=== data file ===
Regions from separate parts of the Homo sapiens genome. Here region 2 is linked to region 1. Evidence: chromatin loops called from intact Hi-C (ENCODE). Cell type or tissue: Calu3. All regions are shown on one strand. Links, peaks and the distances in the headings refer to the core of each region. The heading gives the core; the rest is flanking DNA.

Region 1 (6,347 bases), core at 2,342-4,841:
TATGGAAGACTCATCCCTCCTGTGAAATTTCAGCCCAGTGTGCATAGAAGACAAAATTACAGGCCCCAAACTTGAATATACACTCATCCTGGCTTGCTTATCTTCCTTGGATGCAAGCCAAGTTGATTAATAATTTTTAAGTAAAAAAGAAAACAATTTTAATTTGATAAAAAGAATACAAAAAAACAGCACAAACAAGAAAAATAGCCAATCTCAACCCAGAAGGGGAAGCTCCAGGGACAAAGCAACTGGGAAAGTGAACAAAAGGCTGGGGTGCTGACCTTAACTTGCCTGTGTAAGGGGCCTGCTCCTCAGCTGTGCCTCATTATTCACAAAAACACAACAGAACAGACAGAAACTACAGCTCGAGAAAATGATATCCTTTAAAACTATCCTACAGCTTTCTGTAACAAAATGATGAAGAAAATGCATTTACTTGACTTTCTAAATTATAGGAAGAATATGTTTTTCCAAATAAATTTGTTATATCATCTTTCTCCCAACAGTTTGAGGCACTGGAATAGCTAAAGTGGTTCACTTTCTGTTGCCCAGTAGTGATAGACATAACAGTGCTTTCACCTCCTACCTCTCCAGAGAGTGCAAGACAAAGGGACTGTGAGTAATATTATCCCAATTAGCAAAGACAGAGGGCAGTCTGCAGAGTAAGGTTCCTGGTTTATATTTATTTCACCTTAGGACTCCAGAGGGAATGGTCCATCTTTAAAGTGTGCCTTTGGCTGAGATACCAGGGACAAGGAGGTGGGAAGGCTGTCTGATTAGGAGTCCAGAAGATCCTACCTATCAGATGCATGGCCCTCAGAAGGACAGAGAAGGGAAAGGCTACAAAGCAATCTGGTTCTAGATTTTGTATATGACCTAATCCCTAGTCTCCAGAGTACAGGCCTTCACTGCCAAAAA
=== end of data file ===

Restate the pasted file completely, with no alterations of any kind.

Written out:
Regions from separate parts of the Homo sapiens genome. Here region 2 is linked to region 1. Evidence: chromatin loops called from intact Hi-C (ENCODE). Cell type or tissue: Calu3. All regions are shown on one strand. Links, peaks and the distances in the headings refer to the core of each region. The heading gives the core; the rest is flanking DNA.

Region 1 (6,347 bases), core at 2,342-4,841:
TATGGAAGACTCATCCCTCCTGTGAAATTTCAGCCCAGTGTGCATAGAAGACAAAATTACAGGCCCCAAACTTGAATATACACTCATCCTGGCTTGCTTATCTTCCTTGGATGCAAGCCAAGTTGATTAATAATTTTTAAGTAAAAAAGAAAACAATTTTAATTTGATAAAAAGAATACAAAAAAACAGCACAAACAAGAAAAATAGCCAATCTCAACCCAGAAGGGGAAGCTCCAGGGACAAAGCAACTGGGAAAGTGAACAAAAGGCTGGGGTGCTGACCTTAACTTGCCTGTGTAAGGGGCCTGCTCCTCAGCTGTGCCTCATTATTCACAAAAACACAACAGAACAGACAGAAACTACAGCTCGAGAAAATGATATCCTTTAAAACTATCCTACAGCTTTCTGTAACAAAATGATGAAGAAAATGCATTTACTTGACTTTCTAAATTATAGGAAGAATATGTTTTTCCAAATAAATTTGTTATATCATCTTTCTCCCAACAGTTTGAGGCACTGGAATAGCTAAAGTGGTTCACTTTCTGTTGCCCAGTAGTGATAGACATAACAGTGCTTTCACCTCCTACCTCTCCAGAGAGTGCAAGACAAAGGGACTGTGAGTAATATTATCCCAATTAGCAAAGACAGAGGGCAGTCTGCAGAGTAAGGTTCCTGGTTTATATTTATTTCACCTTAGGACTCCAGAGGGAATGGTCCATCTTTAAAGTGTGCCTTTGGCTGAGATACCAGGGACAAGGAGGTGGGAAGGCTGTCTGATTAGGAGTCCAGAAGATCCTACCTATCAGATGCATGGCCCTCAGAAGGACAGAGAAGGGAAAGGCTACAAAGCAATCTGGTTCTAGATTTTGTATATGACCTAATCCCTAGTCTCCAGAGTACAGGCCTTCACTGCCAAAAA